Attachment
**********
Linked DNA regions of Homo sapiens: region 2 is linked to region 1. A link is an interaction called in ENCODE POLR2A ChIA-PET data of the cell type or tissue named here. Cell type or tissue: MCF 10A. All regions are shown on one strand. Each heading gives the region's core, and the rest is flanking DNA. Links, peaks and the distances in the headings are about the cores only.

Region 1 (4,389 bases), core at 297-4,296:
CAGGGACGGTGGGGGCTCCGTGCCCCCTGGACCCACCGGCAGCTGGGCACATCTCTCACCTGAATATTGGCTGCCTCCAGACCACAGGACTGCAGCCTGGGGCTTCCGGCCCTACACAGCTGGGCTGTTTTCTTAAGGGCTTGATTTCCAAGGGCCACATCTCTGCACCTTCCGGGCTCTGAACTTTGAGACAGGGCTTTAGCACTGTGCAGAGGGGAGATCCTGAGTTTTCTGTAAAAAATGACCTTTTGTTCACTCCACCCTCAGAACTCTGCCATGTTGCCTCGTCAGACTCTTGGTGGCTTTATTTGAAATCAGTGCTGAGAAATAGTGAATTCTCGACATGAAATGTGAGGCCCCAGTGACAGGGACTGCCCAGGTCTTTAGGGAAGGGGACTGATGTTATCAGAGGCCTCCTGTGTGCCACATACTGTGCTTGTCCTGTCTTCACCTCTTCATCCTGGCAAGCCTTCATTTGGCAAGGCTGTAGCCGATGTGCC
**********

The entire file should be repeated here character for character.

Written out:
Linked DNA regions of Homo sapiens: region 2 is linked to region 1. A link is an interaction called in ENCODE POLR2A ChIA-PET data of the cell type or tissue named here. Cell type or tissue: MCF 10A. All regions are shown on one strand. Each heading gives the region's core, and the rest is flanking DNA. Links, peaks and the distances in the headings are about the cores only.

Region 1 (4,389 bases), core at 297-4,296:
CAGGGACGGTGGGGGCTCCGTGCCCCCTGGACCCACCGGCAGCTGGGCACATCTCTCACCTGAATATTGGCTGCCTCCAGACCACAGGACTGCAGCCTGGGGCTTCCGGCCCTACACAGCTGGGCTGTTTTCTTAAGGGCTTGATTTCCAAGGGCCACATCTCTGCACCTTCCGGGCTCTGAACTTTGAGACAGGGCTTTAGCACTGTGCAGAGGGGAGATCCTGAGTTTTCTGTAAAAAATGACCTTTTGTTCACTCCACCCTCAGAACTCTGCCATGTTGCCTCGTCAGACTCTTGGTGGCTTTATTTGAAATCAGTGCTGAGAAATAGTGAATTCTCGACATGAAATGTGAGGCCCCAGTGACAGGGACTGCCCAGGTCTTTAGGGAAGGGGACTGATGTTATCAGAGGCCTCCTGTGTGCCACATACTGTGCTTGTCCTGTCTTCACCTCTTCATCCTGGCAAGCCTTCATTTGGCAAGGCTGTAGCCGATGTGCC